Selma Blair, 39, best known for her roles in 90’s classics like Cruel Intentions, is not holding anything back about her new role as a mother. The star and mother of 4-month old Arthur Saint, became an instant fan-favorite of mothers everywhere after candidly opening up about her postpartum hair loss. “Why do actresses never talk about that,” she told PEOPLE, referring to this not-so-glamorous side effect of the postpartum period.
It is not uncommon for women to begin shedding hair (even in clumps) around 3-6 months after childbirth. While this scares many women into thinking they are balding, in reality it is a natural effect of the body’s hormones returning to normal levels after pregnancy. This change is unlikely to create actual baldness, though if the loss seems abnormal you should consult your doctor.
Losing hairs (on average about 100 per day) is a normal experience for everyone, however, during pregnancy, hormones cause women’s bodies to hold on to this hair that is typically lost. Pregnant women frequently notice that their hair seems thicker and healthier and this is one of the reasons why. As hormone levels return to normal, the hair begins to fall out again (unfortunately sometimes all at once), usually taking place around the 3-6 month mark when many women stop breastfeeding. Have no fear, this process is completely natural and also temporary.
Selma Blair made light of her ‘problem’ with postpartum hair loss by calling attention to the experience. “It just started falling out at the 3-month mark,” she said. “And I’m not the girl who likes extensions so Selma’s going to be bald!” Fortunately for Selma we know she will not actually lose all of her hair. She went on to explain the way she deals with this excessive hair loss, stating to PEOPLE, “This is not so glamorous, but it’s true: I need to take longer showers so that I can collect the hair that falls out and throw it away so I don’t clog the drain. Why do actresses never talk about that?”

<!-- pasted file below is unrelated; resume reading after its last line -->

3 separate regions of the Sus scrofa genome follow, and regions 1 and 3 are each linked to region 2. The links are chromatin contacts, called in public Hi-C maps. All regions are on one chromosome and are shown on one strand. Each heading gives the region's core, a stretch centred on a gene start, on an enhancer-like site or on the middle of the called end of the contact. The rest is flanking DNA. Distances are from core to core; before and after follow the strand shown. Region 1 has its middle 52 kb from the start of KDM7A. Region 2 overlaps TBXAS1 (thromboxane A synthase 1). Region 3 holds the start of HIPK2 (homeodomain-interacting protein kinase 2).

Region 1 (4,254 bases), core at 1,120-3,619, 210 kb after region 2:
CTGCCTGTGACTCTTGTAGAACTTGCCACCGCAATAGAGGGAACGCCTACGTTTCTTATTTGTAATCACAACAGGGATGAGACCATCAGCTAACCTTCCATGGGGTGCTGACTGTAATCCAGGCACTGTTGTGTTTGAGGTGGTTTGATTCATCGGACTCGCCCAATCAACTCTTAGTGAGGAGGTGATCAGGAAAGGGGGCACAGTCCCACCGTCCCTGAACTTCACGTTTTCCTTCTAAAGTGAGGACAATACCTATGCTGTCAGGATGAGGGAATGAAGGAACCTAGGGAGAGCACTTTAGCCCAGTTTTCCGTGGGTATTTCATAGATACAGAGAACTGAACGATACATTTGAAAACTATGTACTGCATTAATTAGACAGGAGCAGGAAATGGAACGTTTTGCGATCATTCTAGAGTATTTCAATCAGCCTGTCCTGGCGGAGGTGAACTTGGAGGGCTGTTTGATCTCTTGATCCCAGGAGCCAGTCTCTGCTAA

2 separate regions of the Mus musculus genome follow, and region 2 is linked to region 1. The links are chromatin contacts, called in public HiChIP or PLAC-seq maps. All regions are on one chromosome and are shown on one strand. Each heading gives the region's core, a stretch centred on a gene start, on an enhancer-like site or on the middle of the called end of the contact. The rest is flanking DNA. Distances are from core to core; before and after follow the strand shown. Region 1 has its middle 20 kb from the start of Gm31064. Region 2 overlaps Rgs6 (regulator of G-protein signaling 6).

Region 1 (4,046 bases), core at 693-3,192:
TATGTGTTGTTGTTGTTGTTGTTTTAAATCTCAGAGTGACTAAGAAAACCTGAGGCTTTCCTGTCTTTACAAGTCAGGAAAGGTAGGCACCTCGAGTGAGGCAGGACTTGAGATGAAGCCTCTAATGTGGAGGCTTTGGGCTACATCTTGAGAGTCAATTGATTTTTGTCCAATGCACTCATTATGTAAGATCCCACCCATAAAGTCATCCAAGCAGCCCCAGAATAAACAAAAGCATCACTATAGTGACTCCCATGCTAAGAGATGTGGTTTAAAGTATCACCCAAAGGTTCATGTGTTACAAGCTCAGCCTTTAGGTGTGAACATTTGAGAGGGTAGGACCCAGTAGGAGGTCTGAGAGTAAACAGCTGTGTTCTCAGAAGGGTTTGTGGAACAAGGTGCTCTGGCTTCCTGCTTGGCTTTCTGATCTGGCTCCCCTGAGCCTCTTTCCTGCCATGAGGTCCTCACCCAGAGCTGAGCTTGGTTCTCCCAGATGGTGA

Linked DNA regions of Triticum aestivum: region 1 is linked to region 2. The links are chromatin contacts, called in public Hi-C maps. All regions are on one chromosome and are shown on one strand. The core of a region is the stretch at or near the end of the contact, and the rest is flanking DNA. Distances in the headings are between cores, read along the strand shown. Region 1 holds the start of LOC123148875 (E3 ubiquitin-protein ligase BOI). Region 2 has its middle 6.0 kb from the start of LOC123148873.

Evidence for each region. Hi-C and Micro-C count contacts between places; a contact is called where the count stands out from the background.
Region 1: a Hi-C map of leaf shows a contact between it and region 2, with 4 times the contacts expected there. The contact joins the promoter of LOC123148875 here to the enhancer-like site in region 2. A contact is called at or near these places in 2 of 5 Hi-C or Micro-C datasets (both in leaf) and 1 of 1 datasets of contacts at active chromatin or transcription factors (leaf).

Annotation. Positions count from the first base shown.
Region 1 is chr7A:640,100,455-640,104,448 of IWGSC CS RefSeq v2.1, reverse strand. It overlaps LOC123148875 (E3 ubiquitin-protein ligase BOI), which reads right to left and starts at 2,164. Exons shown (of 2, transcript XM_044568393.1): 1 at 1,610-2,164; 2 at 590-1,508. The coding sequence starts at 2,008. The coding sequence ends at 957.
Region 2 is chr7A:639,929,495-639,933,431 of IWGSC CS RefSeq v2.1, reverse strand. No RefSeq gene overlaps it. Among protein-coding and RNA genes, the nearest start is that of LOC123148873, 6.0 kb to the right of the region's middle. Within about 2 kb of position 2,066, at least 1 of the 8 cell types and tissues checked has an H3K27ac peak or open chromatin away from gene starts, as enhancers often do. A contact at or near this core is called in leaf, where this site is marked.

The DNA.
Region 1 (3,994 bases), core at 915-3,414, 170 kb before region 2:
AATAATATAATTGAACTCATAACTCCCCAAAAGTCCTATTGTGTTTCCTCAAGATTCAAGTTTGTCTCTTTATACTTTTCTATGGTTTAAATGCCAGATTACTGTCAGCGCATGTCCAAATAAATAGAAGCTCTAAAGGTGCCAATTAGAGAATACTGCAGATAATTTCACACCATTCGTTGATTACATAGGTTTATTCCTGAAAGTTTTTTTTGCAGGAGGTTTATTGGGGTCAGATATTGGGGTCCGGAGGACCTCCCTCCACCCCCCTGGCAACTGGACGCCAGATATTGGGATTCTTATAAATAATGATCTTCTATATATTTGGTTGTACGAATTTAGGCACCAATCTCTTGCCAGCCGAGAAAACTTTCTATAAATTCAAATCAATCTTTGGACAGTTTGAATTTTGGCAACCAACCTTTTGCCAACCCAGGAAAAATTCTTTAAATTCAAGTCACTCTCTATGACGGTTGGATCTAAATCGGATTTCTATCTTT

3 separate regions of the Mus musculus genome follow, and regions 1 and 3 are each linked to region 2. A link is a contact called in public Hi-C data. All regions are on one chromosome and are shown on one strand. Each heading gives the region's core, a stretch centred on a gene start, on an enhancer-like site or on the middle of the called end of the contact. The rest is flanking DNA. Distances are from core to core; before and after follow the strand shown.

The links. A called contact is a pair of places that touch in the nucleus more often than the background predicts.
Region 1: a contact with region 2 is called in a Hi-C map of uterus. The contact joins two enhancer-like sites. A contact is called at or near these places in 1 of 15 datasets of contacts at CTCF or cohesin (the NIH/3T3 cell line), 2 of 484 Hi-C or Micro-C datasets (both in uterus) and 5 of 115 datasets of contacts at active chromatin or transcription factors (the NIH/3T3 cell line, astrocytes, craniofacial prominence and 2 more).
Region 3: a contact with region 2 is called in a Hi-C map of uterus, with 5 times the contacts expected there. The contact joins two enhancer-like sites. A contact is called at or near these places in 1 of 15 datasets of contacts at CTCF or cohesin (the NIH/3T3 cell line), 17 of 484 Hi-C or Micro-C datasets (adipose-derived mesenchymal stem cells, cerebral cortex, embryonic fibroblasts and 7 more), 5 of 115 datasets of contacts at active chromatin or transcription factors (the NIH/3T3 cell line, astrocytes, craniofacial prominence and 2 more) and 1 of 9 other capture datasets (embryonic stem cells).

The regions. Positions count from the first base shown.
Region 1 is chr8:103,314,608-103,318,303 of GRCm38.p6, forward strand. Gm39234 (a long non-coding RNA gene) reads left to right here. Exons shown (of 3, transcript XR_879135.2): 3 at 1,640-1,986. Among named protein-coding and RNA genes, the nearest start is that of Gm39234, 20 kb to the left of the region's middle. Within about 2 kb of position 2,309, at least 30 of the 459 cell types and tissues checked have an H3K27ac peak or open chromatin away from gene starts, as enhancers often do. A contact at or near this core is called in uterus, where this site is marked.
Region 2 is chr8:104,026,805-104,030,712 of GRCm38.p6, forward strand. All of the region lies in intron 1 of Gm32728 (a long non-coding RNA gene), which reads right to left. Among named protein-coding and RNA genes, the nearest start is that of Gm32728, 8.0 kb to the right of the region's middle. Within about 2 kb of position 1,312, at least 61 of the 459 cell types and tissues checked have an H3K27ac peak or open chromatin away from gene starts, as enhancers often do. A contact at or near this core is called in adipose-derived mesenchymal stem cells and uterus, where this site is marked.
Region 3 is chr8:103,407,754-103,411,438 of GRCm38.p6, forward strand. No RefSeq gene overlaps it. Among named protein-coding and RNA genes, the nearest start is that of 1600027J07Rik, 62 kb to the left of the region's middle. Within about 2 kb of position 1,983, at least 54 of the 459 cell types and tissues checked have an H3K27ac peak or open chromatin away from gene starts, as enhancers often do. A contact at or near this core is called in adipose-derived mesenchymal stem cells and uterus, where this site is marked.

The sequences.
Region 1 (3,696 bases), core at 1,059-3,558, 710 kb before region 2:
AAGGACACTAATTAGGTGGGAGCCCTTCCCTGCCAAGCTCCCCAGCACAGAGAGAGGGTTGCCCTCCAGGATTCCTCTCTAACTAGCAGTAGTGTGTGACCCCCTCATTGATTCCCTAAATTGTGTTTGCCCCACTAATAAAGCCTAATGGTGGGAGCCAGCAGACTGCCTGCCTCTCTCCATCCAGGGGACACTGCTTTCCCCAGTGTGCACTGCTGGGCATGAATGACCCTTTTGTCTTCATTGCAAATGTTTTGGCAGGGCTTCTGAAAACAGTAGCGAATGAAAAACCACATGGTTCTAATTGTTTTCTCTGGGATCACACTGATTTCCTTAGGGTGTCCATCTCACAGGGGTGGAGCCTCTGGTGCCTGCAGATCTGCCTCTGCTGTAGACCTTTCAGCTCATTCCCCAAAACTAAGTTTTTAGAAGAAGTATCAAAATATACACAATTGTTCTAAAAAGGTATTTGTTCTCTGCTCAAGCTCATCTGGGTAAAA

Selma also shared a bit about the joys and challenges of motherhood, including the struggle to find personal time. “He rolls over now,” she says, “and he got a bouncy toy! It’s like the biggest moment of your life: ‘Oh my gosh I get ten minutes free now!’” She continues, “Before, he had a playmat, Mommy or Daddy or now a nanny that comes for a few hours in the daytime, to hold him. But now, autonomy! He got a Fisher-Price Jumperoo — I wish I had one for every room!”
Thanks for sharing, Selma, and we wish you the best!